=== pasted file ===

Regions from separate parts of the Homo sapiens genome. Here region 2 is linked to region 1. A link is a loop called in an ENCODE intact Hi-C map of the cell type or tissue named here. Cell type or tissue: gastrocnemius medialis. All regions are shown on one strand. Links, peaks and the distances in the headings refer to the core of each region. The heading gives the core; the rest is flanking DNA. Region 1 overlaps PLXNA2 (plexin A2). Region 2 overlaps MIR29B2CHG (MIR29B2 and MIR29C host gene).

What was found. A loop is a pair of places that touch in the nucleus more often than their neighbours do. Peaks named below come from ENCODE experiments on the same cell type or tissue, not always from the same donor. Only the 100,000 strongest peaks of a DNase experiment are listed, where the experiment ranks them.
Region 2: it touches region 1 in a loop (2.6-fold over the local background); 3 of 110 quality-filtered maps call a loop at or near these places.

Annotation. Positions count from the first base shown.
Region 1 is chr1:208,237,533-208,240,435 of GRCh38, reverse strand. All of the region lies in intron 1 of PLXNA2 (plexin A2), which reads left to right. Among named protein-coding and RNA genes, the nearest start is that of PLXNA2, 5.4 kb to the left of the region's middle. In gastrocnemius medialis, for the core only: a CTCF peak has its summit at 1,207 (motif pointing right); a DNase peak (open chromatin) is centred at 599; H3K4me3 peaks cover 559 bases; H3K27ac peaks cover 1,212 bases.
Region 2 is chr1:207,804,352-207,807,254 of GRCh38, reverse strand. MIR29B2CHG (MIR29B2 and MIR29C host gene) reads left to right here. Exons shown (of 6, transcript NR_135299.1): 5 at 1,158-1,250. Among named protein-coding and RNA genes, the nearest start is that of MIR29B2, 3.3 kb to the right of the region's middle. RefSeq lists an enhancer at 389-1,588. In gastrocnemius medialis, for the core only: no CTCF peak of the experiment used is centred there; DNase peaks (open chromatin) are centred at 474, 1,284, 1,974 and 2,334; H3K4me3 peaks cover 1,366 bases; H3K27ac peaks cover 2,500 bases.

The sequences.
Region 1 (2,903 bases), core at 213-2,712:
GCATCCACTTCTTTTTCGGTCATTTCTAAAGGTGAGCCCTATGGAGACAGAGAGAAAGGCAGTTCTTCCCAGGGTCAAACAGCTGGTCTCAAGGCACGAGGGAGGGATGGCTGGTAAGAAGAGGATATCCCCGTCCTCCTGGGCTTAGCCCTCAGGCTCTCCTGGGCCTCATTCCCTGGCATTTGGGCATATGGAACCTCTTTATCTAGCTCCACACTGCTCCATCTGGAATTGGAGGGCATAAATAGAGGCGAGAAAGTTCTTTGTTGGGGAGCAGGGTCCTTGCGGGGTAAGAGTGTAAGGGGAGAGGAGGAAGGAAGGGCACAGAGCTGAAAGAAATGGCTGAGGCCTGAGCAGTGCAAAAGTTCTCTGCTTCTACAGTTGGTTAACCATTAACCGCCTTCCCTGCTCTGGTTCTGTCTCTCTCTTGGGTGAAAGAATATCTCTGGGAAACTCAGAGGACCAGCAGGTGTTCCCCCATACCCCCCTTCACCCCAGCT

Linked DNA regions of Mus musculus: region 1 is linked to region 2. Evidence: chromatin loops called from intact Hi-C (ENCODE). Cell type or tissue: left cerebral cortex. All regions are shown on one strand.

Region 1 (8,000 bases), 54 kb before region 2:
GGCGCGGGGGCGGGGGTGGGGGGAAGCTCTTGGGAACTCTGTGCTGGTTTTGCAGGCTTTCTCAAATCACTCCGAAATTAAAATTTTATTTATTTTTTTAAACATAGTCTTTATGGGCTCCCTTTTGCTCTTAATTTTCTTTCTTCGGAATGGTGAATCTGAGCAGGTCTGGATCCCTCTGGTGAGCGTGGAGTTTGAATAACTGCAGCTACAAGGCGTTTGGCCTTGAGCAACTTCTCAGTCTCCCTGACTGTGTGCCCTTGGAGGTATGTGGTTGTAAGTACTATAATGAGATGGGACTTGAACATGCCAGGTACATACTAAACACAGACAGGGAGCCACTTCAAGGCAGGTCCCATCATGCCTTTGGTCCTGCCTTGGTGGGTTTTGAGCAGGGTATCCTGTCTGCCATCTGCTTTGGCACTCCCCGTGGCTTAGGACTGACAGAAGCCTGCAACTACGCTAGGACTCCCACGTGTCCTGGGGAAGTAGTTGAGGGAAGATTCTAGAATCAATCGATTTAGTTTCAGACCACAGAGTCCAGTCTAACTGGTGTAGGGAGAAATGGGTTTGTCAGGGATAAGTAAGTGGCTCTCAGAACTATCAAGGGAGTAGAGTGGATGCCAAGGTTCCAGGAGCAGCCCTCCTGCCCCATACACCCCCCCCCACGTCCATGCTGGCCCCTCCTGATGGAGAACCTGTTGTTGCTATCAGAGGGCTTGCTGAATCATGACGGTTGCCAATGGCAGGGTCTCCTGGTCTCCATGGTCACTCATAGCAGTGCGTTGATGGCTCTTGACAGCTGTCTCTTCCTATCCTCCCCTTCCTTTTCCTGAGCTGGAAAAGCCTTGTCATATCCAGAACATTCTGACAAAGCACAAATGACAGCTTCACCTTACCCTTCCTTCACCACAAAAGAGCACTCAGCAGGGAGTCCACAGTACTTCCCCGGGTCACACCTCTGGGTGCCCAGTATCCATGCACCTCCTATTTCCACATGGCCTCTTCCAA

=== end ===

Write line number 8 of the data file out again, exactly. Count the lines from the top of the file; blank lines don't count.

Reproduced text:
Region 1 (2,903 bases), core at 213-2,712: